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Cancer Stem Cell Research

Cancer stem cells are the small number of cells within a tumor that drive the tumor's growth. These cells generally make up just 1% to 3% of all cells in a tumor

Watch the video with Max Wicha, M.D., director emeritus of the University of Michigan Comprehensive Cancer Cancer and learn more about stem cell research

If you are having trouble viewing the video, watch it on our YouTube channel.

At the U-M Comprehensive Cancer Center, we believe treatments designed to target and destroy cancer stem cells will revolutionize how we treat cancer. Over the last 30 years, researchers have developed more effective treatments for cancers like childhood leukemia, Hodgkin's disease and testicular cancer.

Death rates for some common cancers, like breast and prostate cancer, have gone down due to advances in early detection and prevention. However, the survival rate for patients with many advanced cancers has not changed significantly for decades, and cancer is still the second-most common cause of death in the United States.

Instead of trying to kill all the cells in a tumor with chemotherapy or radiation, we believe it would be more effective to use treatments targeted directly at these so-called cancer stem cells. If the stem cells were eliminated, the cancer would be unable to grow and spread to other locations in the body.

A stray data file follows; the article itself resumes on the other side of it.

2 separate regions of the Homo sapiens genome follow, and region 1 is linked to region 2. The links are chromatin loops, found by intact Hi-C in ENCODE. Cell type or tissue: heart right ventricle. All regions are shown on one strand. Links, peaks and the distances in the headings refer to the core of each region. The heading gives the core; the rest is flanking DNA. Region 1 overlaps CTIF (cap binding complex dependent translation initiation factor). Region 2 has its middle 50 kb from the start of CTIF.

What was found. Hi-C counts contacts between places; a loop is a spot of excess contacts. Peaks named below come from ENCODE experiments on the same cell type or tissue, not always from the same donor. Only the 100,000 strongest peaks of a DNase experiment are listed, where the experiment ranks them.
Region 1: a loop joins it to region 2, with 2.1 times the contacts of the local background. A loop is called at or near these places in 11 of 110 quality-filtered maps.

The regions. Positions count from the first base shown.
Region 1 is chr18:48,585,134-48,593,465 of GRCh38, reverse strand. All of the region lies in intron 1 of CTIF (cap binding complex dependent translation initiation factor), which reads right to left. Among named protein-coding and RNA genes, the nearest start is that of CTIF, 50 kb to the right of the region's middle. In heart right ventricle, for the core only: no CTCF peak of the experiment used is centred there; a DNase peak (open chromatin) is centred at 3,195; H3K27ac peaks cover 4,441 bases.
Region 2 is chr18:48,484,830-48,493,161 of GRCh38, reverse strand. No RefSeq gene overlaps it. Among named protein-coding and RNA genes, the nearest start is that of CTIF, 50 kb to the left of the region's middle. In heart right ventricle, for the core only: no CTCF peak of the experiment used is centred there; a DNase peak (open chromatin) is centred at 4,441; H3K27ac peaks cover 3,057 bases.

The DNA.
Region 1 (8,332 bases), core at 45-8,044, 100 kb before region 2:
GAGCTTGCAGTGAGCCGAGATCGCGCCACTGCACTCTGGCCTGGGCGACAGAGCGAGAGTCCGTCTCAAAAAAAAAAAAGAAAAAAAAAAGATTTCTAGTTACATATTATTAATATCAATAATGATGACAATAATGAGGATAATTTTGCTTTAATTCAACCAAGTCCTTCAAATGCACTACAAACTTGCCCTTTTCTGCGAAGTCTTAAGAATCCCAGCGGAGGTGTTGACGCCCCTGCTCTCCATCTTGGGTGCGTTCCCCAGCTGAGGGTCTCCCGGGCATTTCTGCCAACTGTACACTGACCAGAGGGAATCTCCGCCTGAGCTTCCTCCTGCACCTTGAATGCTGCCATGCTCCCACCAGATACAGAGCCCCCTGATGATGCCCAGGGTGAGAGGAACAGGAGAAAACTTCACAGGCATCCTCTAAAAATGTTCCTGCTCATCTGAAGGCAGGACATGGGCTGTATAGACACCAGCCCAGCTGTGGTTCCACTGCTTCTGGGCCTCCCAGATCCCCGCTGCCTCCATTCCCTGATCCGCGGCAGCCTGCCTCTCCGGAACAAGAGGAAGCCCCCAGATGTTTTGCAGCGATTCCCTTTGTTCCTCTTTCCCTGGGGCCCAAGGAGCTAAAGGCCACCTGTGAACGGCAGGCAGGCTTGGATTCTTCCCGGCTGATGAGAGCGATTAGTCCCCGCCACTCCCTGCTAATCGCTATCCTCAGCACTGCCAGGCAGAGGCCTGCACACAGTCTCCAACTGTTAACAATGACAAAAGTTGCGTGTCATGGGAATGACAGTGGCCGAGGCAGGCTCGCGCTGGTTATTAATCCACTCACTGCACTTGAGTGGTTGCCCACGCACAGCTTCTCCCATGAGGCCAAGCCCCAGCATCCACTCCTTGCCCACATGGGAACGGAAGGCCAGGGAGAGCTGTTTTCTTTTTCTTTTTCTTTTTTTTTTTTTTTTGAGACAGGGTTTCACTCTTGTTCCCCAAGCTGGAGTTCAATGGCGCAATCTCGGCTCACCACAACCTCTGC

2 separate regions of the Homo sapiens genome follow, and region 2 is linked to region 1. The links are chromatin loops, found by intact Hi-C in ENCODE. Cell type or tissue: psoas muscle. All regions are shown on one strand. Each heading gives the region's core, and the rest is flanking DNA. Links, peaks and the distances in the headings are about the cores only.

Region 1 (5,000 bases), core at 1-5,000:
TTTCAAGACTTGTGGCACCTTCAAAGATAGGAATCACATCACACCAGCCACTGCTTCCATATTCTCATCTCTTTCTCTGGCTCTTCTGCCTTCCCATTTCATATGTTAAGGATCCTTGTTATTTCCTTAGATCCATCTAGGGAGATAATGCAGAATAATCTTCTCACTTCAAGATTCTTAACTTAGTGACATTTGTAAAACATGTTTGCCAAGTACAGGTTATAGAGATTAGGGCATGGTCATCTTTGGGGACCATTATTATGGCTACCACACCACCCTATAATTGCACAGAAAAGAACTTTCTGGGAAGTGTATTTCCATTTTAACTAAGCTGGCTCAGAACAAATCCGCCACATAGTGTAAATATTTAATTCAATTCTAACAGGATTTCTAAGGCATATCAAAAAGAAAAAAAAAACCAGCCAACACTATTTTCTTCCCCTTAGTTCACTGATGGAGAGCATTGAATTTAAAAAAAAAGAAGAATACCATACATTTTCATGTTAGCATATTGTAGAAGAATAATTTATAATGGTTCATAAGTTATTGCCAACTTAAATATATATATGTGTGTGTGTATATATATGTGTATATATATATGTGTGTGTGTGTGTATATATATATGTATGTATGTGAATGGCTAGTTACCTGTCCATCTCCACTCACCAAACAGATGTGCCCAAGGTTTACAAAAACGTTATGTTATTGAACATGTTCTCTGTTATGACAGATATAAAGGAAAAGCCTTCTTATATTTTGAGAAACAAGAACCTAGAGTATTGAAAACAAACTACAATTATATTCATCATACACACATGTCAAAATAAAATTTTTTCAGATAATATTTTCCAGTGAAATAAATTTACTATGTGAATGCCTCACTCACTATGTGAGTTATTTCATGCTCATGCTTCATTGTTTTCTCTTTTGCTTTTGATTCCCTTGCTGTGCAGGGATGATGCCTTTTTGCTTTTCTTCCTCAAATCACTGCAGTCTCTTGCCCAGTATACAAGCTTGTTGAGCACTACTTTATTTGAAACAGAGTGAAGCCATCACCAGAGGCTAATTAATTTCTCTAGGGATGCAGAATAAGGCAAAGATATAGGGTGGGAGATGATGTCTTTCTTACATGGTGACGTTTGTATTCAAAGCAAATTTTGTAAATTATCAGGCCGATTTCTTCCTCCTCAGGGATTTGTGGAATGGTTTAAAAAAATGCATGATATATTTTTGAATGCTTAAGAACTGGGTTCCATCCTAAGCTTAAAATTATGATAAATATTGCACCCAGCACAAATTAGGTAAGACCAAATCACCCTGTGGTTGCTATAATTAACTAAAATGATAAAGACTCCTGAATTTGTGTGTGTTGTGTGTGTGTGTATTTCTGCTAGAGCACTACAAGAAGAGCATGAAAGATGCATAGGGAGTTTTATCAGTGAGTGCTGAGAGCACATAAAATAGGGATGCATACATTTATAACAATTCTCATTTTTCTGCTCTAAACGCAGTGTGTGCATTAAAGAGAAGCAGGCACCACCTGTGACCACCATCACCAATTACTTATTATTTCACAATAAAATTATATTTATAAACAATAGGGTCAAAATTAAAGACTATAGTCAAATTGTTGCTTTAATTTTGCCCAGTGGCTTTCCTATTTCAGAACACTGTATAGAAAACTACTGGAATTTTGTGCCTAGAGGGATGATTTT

Commitment to Cancer Stem Cell Research

The U-M Comprehensive Cancer Center is one of only a few research institutions in the United States and Canada that has made an institutional commitment to cancer stem cell research.

Organized teams of U-M scientists are studying cancer stem cells in many different types of cancer:

By working together and sharing information, Cancer Center scientists hope to make progress more rapidly than would be possible for individual scientists working alone.

We believe new treatments designed to target and destroy cancer stem cells could revolutionize the way physicians treat cancer. Our goal is to be the world's leader in research on cancer stem cells and in the development of new stem cell-based therapies for cancer patients.